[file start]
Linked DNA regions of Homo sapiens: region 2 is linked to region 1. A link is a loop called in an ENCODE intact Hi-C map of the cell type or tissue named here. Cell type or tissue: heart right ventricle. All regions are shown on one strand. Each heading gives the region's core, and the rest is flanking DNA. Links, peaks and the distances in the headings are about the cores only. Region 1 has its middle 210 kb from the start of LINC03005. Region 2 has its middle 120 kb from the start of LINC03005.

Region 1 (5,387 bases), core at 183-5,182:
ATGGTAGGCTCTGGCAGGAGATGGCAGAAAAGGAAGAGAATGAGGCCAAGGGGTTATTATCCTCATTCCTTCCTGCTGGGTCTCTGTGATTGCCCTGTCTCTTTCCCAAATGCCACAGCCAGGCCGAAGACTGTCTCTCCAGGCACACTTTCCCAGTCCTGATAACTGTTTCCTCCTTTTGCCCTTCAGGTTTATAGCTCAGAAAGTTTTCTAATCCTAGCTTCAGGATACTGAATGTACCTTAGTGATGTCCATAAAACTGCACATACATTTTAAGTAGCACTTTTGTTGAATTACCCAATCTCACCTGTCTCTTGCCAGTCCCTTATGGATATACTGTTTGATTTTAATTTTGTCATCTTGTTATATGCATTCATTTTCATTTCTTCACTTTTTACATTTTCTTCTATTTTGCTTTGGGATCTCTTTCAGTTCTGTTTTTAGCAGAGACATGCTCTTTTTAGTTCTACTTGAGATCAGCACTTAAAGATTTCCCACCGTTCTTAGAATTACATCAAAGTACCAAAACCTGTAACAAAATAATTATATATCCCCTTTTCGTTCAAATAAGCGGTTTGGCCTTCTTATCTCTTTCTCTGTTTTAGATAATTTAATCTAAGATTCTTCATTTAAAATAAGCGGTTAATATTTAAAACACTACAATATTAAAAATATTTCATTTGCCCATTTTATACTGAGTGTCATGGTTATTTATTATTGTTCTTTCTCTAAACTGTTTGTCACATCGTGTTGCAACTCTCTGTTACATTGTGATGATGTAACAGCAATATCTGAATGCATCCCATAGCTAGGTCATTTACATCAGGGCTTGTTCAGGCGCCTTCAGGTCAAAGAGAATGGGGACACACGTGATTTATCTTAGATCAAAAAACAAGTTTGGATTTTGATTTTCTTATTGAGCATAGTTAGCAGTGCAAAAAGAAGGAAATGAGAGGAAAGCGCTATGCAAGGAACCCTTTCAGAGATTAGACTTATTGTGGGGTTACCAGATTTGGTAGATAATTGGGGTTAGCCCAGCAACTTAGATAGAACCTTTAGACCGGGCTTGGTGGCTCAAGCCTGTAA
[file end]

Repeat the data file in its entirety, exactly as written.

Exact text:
Linked DNA regions of Homo sapiens: region 2 is linked to region 1. A link is a loop called in an ENCODE intact Hi-C map of the cell type or tissue named here. Cell type or tissue: heart right ventricle. All regions are shown on one strand. Each heading gives the region's core, and the rest is flanking DNA. Links, peaks and the distances in the headings are about the cores only. Region 1 has its middle 210 kb from the start of LINC03005. Region 2 has its middle 120 kb from the start of LINC03005.

Region 1 (5,387 bases), core at 183-5,182:
ATGGTAGGCTCTGGCAGGAGATGGCAGAAAAGGAAGAGAATGAGGCCAAGGGGTTATTATCCTCATTCCTTCCTGCTGGGTCTCTGTGATTGCCCTGTCTCTTTCCCAAATGCCACAGCCAGGCCGAAGACTGTCTCTCCAGGCACACTTTCCCAGTCCTGATAACTGTTTCCTCCTTTTGCCCTTCAGGTTTATAGCTCAGAAAGTTTTCTAATCCTAGCTTCAGGATACTGAATGTACCTTAGTGATGTCCATAAAACTGCACATACATTTTAAGTAGCACTTTTGTTGAATTACCCAATCTCACCTGTCTCTTGCCAGTCCCTTATGGATATACTGTTTGATTTTAATTTTGTCATCTTGTTATATGCATTCATTTTCATTTCTTCACTTTTTACATTTTCTTCTATTTTGCTTTGGGATCTCTTTCAGTTCTGTTTTTAGCAGAGACATGCTCTTTTTAGTTCTACTTGAGATCAGCACTTAAAGATTTCCCACCGTTCTTAGAATTACATCAAAGTACCAAAACCTGTAACAAAATAATTATATATCCCCTTTTCGTTCAAATAAGCGGTTTGGCCTTCTTATCTCTTTCTCTGTTTTAGATAATTTAATCTAAGATTCTTCATTTAAAATAAGCGGTTAATATTTAAAACACTACAATATTAAAAATATTTCATTTGCCCATTTTATACTGAGTGTCATGGTTATTTATTATTGTTCTTTCTCTAAACTGTTTGTCACATCGTGTTGCAACTCTCTGTTACATTGTGATGATGTAACAGCAATATCTGAATGCATCCCATAGCTAGGTCATTTACATCAGGGCTTGTTCAGGCGCCTTCAGGTCAAAGAGAATGGGGACACACGTGATTTATCTTAGATCAAAAAACAAGTTTGGATTTTGATTTTCTTATTGAGCATAGTTAGCAGTGCAAAAAGAAGGAAATGAGAGGAAAGCGCTATGCAAGGAACCCTTTCAGAGATTAGACTTATTGTGGGGTTACCAGATTTGGTAGATAATTGGGGTTAGCCCAGCAACTTAGATAGAACCTTTAGACCGGGCTTGGTGGCTCAAGCCTGTAA